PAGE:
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22 February 2013

Business events industry to self-regulate in response to Tourism Bill

Business events industry stakeholders and associations in South Africa agree that a self-regulation mechanism for the industry must be developed as a matter of urgency.

Nina Freysen-Pretorius, SAACI chairperson. Nina Freysen-Pretorius, SAACI chairperson

If we do not self-regulate, we will be regulated from outside, by the government – something we would like to avoid. Self-regulation is in the long-term interest of us all. – Nina Freysen-Pretorius, SAACI national chairperson.

South Africa’s business events industry has announced its intention to establish a recognition system for companies with proven competencies in their fields and which adhere to high standards of ethical practice.

This follows a special meeting of relevant tourism industry associations at Meetings Africa 2013.

The recognition system may involve an endorsement or an accreditation process, according to Nina Freysen-Pretorius, national chairperson of the Southern African Association for the Conference Industry (SAACI).

‘We keenly participated in the formulation of the National Tourism Sector Strategy (NTSS). Now it is time to respond to the norms and standards on service excellence and responsible tourism in the new Tourism Bill,’ she said.

Tourism Minister Marthinus van Schalkwyk presented the Tourism Bill 2012 to the government’s portfolio committee on 12 February 2013. When promulgated, it will repeal the Tourism Act of 1993. It will also introduce a legislative framework more conducive to the development of tourism as formulated in the NTSS and the 1996 White Paper on the Development and Promotion of Tourism in South Africa.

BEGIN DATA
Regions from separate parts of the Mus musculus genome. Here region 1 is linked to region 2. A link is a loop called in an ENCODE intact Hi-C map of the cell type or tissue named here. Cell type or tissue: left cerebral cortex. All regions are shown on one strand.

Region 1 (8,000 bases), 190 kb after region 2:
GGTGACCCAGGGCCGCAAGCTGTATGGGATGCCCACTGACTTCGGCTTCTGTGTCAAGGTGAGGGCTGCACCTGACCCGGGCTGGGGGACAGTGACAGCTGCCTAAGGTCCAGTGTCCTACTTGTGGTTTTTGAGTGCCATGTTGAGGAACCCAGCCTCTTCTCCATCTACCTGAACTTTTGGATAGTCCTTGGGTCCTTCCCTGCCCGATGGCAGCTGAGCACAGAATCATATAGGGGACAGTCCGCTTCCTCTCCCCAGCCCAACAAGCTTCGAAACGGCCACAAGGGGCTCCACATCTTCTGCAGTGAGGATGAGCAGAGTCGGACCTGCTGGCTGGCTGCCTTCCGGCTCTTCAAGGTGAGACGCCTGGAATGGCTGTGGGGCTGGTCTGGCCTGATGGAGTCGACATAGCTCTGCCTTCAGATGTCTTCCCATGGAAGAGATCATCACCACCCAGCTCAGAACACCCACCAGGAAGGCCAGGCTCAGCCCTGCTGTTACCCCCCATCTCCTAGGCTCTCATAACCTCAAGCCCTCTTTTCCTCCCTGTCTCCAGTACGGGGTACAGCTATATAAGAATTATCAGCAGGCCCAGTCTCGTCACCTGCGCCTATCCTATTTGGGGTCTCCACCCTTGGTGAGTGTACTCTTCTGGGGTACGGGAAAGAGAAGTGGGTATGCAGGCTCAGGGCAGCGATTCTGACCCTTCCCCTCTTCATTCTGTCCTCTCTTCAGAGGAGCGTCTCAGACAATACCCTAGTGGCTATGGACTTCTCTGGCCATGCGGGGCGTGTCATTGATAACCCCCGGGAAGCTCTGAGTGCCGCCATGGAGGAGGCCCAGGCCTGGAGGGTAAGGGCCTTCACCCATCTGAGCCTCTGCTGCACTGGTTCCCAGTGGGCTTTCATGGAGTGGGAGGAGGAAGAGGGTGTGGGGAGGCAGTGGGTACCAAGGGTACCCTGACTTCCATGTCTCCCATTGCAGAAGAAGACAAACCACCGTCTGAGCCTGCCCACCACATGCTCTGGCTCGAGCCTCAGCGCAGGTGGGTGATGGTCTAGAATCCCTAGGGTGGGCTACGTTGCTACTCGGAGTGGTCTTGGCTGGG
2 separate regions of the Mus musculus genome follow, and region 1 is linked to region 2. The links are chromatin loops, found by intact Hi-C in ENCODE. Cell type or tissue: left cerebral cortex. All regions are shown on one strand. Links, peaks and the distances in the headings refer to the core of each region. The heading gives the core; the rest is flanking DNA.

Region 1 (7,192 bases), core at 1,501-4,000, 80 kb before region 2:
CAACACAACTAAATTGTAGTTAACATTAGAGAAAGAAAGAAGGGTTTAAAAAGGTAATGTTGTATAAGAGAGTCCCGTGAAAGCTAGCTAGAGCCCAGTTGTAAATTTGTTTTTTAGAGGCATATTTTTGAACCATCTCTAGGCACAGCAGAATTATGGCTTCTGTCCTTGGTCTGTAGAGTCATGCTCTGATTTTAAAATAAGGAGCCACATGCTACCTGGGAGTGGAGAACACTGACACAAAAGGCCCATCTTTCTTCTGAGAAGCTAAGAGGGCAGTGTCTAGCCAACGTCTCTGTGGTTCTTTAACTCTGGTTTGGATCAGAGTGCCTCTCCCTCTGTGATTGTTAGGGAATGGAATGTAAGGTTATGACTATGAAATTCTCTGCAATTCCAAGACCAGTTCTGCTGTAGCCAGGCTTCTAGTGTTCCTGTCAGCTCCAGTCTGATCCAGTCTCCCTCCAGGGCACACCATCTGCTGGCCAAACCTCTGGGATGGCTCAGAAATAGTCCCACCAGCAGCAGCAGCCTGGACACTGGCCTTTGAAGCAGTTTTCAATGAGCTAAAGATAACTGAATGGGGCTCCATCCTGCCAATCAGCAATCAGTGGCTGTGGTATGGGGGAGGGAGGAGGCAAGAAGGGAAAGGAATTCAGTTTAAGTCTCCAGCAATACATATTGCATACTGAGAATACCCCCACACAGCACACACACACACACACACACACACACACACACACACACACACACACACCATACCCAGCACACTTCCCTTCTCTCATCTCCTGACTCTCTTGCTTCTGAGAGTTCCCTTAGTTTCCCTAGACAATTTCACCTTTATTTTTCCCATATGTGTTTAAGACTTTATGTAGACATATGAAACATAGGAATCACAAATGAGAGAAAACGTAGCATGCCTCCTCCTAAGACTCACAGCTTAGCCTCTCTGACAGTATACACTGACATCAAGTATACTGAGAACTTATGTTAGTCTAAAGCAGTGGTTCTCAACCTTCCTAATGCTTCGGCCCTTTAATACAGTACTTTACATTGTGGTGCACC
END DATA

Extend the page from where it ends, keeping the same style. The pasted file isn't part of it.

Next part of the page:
Freysen-Pretorius stressed the importance of self-regulation for the industry, rather than face a situation where the government becomes prescriptive through legislation.

‘If we do not self-regulate, we will be regulated from outside, by the government – something we would like to avoid. We would rather get ourselves organised independently and then work with the government. Self-regulation is in the long-term interest of us all,’ she commented.

SAACI began the process of professionalising the industry in 1995 with the accreditation of professional conference organisers. Freysen-Pretorius said it has now become necessary to extend the system to other SAACI forums. These are transport, technical, venues, services, exhibitions and destination marketing.

She stressed that there is no intention to duplicate efforts or introduce cumbersome measures for companies. ‘We plan to facilitate easy access to the industry and put a clear, uncomplicated industry accreditation system in place. This system should seamlessly respond to all relevant legislation, including the Safety at Sports and Recreational Events Act of 2010,’ she said.

Associations and other industry stakeholders represented at the meeting were: SAACI; the Association of South African Travel Agents; the Exhibition and Event Association of Southern Africa; the Technical Production Services Association; the Society of Incentive and Travel Executives; the Southern Africa Tourism Services Association; the Southern African Vehicle Renting and Leasing Association; the Tourism Business Council of South Africa; the Public Relations Institute of Southern Africa; the South African Translators’ Institute; the International Festivals and Events Association South Africa; the Corporate Gifts Association of Southern Africa; the Institute of Marketing Management; and the Tourism Grading Council of South Africa.